3. thanks for this post, if I have a feed with 9 data streams, will this post download all data from 9 sensors?
    Where i have to save this script, and from where I have to execute?

    Thanks and best regards.

    • You need to run it once (and only once, otherwise it’ll just append the same data to your csv file once more) for each sensor (defined by the “data” parameter).

      So essentially you need to edit the script every time before you run it for each sensor (it’s crude, I know).

      It’s a bash script, I run it in a Linux inviroment (a NAS), but you be able to get it working on other operating systems, have a look here: https://en.wikipedia.org/wiki/Bash_(Unix_shell)

  4. I have come to a pretty similar solution.
    This one makes use of curl (install it if necessary) and generates one file per chunk.
    I have been able to retrieve 6 years of daily data with 1 minute interval in a surprising small time.

    # Récupération des données de production stockées chez Xively
    # Retrieval of data stored on Xively
    # Début le 6-2-2012
    # Fin le 28-2-2012 provisoirement
    # Tranches horaires : 4:00, 10:00, 15:00 par tranche de 6, 5, 6 heures
    # Starting times 4:00, 10:00, 15:00 with chunks of 6, 5, 6 hours respectively. This due to my data which are PV generation power. See below an easy modification

    # change to a suitable directory to store the csv files
    cd ~/bla/blah/recup_xively/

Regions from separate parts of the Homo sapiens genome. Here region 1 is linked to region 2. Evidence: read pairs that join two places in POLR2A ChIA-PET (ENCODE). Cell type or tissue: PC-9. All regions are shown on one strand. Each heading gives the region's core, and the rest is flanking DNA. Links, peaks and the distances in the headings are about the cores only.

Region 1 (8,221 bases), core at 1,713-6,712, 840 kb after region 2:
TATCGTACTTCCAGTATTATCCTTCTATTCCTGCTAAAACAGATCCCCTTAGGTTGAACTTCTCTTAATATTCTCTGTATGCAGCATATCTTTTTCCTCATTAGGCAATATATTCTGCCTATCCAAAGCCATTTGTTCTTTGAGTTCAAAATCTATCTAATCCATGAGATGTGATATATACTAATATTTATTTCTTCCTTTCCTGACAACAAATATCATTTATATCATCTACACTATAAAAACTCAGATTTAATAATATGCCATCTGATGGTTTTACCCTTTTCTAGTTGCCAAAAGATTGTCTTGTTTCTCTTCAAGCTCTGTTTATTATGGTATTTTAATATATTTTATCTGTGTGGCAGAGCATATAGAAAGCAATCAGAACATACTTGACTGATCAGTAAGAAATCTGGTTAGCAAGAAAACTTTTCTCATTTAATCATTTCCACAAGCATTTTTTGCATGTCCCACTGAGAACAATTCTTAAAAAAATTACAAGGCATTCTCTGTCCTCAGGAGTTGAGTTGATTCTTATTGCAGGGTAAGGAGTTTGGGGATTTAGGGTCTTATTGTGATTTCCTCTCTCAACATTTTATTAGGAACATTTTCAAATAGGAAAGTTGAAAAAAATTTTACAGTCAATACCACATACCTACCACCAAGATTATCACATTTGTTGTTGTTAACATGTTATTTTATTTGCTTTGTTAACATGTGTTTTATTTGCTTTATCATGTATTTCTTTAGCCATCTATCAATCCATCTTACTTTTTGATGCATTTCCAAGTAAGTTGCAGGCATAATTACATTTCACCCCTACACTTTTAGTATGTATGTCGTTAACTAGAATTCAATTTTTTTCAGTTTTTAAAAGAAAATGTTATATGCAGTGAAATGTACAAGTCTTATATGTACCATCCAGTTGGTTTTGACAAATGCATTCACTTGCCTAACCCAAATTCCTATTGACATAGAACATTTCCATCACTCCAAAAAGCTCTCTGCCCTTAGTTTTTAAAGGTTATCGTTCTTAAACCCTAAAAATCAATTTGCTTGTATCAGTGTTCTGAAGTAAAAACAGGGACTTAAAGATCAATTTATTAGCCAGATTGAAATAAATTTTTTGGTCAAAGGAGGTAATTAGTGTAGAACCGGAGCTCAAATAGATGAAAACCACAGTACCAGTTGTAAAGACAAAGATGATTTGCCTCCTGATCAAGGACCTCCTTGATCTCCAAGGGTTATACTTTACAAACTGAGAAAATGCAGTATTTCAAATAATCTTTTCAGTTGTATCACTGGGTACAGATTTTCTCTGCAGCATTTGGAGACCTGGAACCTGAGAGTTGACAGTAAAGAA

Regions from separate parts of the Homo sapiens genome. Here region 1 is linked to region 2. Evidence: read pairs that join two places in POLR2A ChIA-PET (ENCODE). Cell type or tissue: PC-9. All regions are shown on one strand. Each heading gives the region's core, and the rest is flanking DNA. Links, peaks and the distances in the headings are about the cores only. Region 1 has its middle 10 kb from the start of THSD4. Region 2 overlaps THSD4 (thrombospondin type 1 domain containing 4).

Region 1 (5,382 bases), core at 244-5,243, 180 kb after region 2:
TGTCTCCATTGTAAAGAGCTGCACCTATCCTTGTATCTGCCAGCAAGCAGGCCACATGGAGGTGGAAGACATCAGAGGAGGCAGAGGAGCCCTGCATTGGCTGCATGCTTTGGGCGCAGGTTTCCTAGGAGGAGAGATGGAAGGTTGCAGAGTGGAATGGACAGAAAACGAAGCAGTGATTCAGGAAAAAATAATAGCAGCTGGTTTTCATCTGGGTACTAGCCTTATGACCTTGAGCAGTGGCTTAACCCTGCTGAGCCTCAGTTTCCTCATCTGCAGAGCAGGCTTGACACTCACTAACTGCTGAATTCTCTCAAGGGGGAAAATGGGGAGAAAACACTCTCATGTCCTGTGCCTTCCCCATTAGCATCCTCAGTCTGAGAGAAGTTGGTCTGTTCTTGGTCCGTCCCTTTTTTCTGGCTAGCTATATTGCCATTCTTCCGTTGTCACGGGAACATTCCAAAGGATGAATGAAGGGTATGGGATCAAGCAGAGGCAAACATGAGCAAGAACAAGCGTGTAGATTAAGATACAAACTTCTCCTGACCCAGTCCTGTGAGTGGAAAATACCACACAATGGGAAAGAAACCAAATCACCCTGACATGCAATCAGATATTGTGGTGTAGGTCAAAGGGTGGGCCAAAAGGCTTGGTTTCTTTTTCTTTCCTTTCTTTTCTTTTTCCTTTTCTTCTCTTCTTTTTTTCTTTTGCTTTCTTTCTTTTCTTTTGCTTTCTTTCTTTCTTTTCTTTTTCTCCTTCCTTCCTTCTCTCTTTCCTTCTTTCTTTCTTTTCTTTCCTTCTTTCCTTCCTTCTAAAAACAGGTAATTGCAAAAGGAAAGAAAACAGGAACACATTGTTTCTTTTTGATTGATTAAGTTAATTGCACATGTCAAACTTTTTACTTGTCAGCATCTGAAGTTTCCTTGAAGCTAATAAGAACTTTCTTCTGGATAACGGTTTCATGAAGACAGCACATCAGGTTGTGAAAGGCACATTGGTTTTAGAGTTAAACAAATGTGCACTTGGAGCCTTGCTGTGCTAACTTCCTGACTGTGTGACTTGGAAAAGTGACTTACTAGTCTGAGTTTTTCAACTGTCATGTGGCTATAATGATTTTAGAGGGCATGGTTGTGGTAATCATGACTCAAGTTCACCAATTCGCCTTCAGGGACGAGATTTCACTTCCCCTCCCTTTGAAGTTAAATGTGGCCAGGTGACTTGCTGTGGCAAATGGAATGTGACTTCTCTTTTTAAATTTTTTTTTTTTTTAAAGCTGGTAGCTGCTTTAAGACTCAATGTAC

# put your apikey

    # Replace the number xxxxx with your channel (feed) ID and yy with your datastream ID (name)

    # start date. Set as appropriate; format YYYY-m-d
    sdate=$(date -d 2012-2-6 +%F)
    # current date
    # end date Set as appropriate; format YYYY-m-d
    edate=$(date -d "2012-2-8 +1day" +%F)

    # fonction qui récupère une tranche de données. Chaque tranche génère un fichier de nom Préfixe+date+heure_début
    # function which retrieves one chunk of data. Each chunk creates one file whose name is Prefix+date+time_start
    # paramètres : date, heure, durée, préfixe fichier
    # parameters : date, time, duration (minutes), file prefix

    function une_tranche
    curl -w "%{response_code}\n" --request GET $url"?key="$apikey"&start="$1"T"$2"&duration="$3"minutes&interval=0&limit=999" -o $4$1T$2.csv

    # fonction qui récupère un jour entier. Pour récupérer un jour complet (minuit à minuit) ajouter un appel dans le IF et changer les heures de début et les durées
    # function which retrieves a full day. To retrieve a complete day(midnight to midnight), add a call to function une_tranche in the IF statement, modify the starting times and durations in the IF. Put 359 minutes for 6 hour duration.
    # paramètre : date
    # parameter : date

    function un_jour
    if [[ $(une_tranche $1 04:00Z 359 prod) != 200 || $(une_tranche $1 10:00Z 299 prod) != 200 || $(une_tranche $1 15:00Z 359 prod) != 200 ]]
    while [[ $curr_date != $edate ]]
    echo $curr_date
    un_jour $curr_date
    curr_date=$(date -d "$curr_date +1day" +%F)

  5. Good job. I thought better of Xively, but they are randomly terminating the connection at times ranging from minutes to hours.
    They can’t even play fair to help us get our data back at short notice.